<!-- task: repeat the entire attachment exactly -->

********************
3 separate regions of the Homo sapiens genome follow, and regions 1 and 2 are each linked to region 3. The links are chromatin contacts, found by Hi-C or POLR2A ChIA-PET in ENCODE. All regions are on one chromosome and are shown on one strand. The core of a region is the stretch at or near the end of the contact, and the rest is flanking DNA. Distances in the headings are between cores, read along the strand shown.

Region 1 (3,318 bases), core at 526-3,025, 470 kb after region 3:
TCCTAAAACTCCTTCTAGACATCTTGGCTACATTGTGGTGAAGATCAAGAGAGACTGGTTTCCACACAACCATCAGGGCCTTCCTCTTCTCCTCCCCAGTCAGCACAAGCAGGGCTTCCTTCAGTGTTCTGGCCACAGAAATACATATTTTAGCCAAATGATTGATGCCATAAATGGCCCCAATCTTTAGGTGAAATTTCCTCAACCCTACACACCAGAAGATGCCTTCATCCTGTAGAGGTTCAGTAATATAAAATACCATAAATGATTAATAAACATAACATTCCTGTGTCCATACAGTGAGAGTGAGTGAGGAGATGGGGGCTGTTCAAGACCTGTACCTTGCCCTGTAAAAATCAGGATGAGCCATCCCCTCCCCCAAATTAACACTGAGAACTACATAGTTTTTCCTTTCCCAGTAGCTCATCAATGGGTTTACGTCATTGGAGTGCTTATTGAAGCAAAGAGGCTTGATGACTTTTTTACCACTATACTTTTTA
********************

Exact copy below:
3 separate regions of the Homo sapiens genome follow, and regions 1 and 2 are each linked to region 3. The links are chromatin contacts, found by Hi-C or POLR2A ChIA-PET in ENCODE. All regions are on one chromosome and are shown on one strand. The core of a region is the stretch at or near the end of the contact, and the rest is flanking DNA. Distances in the headings are between cores, read along the strand shown.

Region 1 (3,318 bases), core at 526-3,025, 470 kb after region 3:
TCCTAAAACTCCTTCTAGACATCTTGGCTACATTGTGGTGAAGATCAAGAGAGACTGGTTTCCACACAACCATCAGGGCCTTCCTCTTCTCCTCCCCAGTCAGCACAAGCAGGGCTTCCTTCAGTGTTCTGGCCACAGAAATACATATTTTAGCCAAATGATTGATGCCATAAATGGCCCCAATCTTTAGGTGAAATTTCCTCAACCCTACACACCAGAAGATGCCTTCATCCTGTAGAGGTTCAGTAATATAAAATACCATAAATGATTAATAAACATAACATTCCTGTGTCCATACAGTGAGAGTGAGTGAGGAGATGGGGGCTGTTCAAGACCTGTACCTTGCCCTGTAAAAATCAGGATGAGCCATCCCCTCCCCCAAATTAACACTGAGAACTACATAGTTTTTCCTTTCCCAGTAGCTCATCAATGGGTTTACGTCATTGGAGTGCTTATTGAAGCAAAGAGGCTTGATGACTTTTTTACCACTATACTTTTTA